It is becoming terrifyingly more common for an otherwise healthy person who had gotten COVID to return to the hospital due to complications from this disease. These folks may be coming to your clinic or rehab facility next. Recognize the increased risk for and signs of MI and stroke. Screen for VTE and recognize the signs of a pulmonary embolism. Those also returning to the hospital following COVID include those who now require lower limb bypass surgeries or worse: amputations, because of the vascular issues COVID has caused them. Encourage mobility of ALL those who had COVID regardless of the severity of their case as movement has a lysis effect. Monitor for cool or dusky toes and feet and monitor pulses in the lower extremities and refer the person out if needed.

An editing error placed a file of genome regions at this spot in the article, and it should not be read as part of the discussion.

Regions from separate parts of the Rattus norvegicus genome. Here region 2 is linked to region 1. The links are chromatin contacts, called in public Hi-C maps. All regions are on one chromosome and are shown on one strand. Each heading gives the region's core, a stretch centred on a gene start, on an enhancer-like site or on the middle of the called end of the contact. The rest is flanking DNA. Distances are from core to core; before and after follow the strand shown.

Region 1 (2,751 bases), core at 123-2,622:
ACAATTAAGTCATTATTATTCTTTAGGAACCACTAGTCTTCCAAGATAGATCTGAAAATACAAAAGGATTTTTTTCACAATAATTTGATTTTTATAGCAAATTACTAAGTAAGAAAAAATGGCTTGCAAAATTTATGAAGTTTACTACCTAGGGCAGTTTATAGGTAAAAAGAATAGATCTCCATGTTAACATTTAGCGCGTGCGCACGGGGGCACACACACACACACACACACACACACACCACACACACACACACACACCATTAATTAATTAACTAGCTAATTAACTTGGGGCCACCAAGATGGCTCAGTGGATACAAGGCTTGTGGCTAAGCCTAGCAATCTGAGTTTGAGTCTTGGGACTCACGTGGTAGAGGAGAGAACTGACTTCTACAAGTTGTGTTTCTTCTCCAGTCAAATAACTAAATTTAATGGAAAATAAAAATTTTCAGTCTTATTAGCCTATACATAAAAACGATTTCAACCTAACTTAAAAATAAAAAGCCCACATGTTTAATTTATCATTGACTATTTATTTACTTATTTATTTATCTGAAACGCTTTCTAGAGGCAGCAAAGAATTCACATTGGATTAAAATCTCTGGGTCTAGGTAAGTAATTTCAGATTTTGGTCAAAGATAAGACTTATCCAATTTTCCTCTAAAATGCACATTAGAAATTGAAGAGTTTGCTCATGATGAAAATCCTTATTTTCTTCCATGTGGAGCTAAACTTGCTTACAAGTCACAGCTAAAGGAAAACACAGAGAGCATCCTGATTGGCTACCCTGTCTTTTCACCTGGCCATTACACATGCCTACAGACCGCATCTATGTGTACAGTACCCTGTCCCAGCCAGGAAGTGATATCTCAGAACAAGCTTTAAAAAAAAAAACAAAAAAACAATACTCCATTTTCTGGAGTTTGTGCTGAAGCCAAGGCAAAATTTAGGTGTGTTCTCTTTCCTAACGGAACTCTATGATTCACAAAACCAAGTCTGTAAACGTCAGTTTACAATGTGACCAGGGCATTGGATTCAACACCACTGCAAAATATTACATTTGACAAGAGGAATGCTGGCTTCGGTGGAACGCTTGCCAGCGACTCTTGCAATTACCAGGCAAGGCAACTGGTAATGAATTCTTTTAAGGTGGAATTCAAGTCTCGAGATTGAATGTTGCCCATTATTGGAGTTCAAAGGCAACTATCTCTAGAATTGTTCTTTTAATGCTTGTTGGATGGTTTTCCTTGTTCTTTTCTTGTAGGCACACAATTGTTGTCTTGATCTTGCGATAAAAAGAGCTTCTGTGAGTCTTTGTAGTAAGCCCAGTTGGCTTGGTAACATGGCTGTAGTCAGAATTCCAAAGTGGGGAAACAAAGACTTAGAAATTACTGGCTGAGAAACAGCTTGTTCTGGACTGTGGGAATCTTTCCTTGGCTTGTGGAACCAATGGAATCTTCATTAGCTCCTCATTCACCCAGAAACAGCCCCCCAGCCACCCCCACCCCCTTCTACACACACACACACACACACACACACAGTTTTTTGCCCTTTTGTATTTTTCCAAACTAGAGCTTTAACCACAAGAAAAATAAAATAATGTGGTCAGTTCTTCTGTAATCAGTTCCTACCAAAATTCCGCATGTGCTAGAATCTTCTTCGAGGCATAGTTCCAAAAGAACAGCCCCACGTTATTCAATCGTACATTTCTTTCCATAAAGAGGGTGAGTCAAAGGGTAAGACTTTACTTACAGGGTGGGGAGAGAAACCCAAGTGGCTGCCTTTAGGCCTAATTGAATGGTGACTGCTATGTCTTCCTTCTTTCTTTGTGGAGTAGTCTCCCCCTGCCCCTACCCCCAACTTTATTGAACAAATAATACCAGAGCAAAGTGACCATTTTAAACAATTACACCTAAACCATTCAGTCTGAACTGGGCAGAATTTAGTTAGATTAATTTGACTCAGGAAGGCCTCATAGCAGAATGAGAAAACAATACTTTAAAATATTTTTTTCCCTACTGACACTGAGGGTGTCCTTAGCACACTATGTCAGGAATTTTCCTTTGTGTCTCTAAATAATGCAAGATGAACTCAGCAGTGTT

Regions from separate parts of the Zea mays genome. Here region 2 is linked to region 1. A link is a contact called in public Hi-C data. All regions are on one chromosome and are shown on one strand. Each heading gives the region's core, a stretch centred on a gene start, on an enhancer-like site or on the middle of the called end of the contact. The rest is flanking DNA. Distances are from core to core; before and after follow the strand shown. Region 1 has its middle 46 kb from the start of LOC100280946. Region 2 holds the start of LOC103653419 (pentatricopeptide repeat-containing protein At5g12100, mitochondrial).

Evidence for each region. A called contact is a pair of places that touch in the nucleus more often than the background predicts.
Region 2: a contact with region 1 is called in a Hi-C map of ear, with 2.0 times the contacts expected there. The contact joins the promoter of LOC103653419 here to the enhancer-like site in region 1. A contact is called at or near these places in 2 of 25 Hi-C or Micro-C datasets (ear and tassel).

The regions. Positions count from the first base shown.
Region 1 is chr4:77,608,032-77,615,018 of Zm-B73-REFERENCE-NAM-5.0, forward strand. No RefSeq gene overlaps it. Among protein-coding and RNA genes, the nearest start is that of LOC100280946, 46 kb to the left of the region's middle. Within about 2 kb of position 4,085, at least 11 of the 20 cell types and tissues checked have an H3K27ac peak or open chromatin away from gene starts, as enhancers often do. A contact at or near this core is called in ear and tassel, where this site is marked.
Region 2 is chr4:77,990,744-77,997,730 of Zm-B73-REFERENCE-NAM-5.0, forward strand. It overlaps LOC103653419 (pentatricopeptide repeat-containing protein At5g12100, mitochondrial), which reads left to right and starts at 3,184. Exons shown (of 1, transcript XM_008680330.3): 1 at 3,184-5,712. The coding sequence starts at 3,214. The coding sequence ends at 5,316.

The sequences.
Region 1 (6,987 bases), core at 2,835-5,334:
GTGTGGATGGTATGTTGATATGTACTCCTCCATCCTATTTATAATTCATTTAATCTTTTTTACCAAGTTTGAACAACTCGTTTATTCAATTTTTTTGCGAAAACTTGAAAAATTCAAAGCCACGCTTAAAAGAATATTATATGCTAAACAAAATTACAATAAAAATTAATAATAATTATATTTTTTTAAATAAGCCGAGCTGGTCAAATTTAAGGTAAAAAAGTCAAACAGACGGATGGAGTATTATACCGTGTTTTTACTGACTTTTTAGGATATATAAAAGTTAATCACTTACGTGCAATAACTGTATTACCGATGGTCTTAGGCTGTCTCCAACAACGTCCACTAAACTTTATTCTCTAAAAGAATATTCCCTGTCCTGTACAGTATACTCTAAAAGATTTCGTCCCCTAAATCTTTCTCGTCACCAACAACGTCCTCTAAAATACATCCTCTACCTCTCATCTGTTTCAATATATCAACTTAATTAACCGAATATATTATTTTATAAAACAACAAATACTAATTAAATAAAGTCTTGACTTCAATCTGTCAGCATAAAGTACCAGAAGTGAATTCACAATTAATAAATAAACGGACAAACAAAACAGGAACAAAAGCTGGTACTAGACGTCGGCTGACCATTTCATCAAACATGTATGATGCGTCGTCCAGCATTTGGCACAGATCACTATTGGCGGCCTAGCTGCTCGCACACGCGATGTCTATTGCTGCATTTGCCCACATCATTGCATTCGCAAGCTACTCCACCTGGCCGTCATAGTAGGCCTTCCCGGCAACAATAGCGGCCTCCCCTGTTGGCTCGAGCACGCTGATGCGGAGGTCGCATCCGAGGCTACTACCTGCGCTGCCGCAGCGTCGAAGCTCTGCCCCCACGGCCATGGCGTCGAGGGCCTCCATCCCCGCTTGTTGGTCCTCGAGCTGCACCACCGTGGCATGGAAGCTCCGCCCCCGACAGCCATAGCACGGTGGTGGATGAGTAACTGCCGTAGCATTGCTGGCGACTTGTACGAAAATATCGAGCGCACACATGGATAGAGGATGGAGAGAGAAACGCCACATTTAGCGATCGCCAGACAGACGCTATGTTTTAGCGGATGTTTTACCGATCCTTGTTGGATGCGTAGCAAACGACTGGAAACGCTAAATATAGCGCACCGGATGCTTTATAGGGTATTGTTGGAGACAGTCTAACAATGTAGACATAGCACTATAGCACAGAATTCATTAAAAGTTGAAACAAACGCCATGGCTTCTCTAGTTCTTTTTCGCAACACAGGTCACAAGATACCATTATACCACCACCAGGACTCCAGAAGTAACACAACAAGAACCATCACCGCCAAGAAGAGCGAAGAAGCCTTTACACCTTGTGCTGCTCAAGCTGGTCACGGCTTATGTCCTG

This is certainly not an exhaustive list of issues that we may see as we start seeing the aftermath of COVID-19 in the outpatient world. Continue to listen closely to your patient’s history, be observant, and stay diligent and we will keep riding this COVID-19 rehab wave together. Good luck!